Maine Will Use Emergency Funding for Opioid Treatment
Maine has decided to allocate most of its federal emergency money towards opioid treatment. The state was awarded $1.4 million and spent approximately $585,000 on treatment and prevention from May 2017 through April 2018. Lawmakers passed Medicaid expansion five times, but Republican Governor Paul LePage vetoed each, blocking the efforts due to fiscal concerns.
The emergency money from Congress was part of a two-year, $1 billion grant program that was distributed according to a formula allowing states with more overdose deaths and treatment needs to receive more. Each state is taking a different approach to spending their allotments under the 21st Century Cures Act grant program.
Maine ranked eighth for overdoses last year and was fourth among states for how much it allocated to opioid treatment services: 81.9 percent. Drug overdose deaths in the state reached 418 in 2017, and there were 180 for the first six months of 2018.
Malory Shaughnessy, executive director of the Alliance for Addiction and Mental Health Services, said it was “misguided” for Maine to have refused to expand Medicaid, and this should have been the focus for the funding. “These dollars could have been used for recovery efforts and ancillary services in recovery that folks are looking at across the country,” she explained.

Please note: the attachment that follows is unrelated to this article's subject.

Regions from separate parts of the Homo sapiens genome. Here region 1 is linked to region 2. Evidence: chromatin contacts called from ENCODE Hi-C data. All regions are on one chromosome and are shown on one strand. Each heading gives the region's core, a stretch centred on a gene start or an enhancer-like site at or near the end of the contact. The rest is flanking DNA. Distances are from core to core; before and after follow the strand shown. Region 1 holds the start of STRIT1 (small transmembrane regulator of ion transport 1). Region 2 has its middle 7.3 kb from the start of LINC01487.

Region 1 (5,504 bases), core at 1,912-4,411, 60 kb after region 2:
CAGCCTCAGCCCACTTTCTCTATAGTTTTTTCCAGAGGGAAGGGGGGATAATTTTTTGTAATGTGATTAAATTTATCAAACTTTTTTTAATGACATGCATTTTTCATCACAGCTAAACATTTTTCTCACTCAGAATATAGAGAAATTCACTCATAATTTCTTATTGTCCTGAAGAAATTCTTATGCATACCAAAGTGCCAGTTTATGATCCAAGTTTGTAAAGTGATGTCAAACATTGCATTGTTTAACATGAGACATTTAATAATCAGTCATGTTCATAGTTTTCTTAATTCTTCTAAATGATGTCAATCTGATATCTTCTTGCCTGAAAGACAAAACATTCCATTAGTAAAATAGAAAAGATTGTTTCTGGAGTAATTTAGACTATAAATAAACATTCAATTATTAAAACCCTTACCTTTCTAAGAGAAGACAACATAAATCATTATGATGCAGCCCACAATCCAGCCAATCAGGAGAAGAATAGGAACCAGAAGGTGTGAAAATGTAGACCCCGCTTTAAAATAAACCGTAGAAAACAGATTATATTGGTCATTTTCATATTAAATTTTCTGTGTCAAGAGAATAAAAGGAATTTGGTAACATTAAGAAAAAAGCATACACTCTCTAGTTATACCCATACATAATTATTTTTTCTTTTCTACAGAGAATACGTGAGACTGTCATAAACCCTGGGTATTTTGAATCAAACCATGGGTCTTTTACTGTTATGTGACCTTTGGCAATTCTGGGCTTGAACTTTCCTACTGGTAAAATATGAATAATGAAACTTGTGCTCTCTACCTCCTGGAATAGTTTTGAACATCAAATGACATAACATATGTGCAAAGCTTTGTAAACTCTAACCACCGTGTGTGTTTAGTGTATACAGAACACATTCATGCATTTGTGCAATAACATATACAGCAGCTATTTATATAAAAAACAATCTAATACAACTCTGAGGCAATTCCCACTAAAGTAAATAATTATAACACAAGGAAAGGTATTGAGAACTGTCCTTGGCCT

Democratic candidate for governor, Janet Mills, also accused LePage of “obstructing the will of the people.” Thirty-three states have made the decision to expand Medicaid, which covers four out of ten adults under age 65 with opioid addiction. An estimated six out of ten Mainers voted to expand Medicaid, but the referendum lacked a funding mechanism for the state’s share.
“I agree with the Maine State Chamber of Commerce that Medicaid expansion is good for business and good for the people of Maine,” Mills said. “It will improve the health of Mainers. It will inject millions of dollars into our economy. It will create jobs, lower health care costs for Maine people and keep our rural hospitals open.”
Her opponent, Shawn Moody, disagreed. Moody’s view is more in line with LePage’s efforts, and he said he would implement Medicaid expansion in a more “responsible” way. “I will implement and enforce the law with sustainable and responsible funding from the Legislature. Our view is the debate at this point centers around the funding mechanism. It is the constitutional responsibility of the Legislature to appropriate the funds. I do not believe that a sustainable and responsible funding plan requires raising taxes, raiding the state’s rainy-day fund, or using other one-time budget gimmicks. Adequate funding means that we do not jeopardize the long-term fiscal health of the state,” Moody said.
Maine plans to spend $1.2 million on opioid treatment services provided by seven state-based providers. It also plans to direct about $238,000 on prevention efforts led by the University of New England and Rinck Advertising and $26,000 on recovery services provided by Healthy Acadia.
States that chose to expand Medicaid services spent $1,581 per patient, on average, for treatment. States that did not expand Medicaid spent $2,645 per patient on opioid addiction treatment, while Maine spent $721 on average.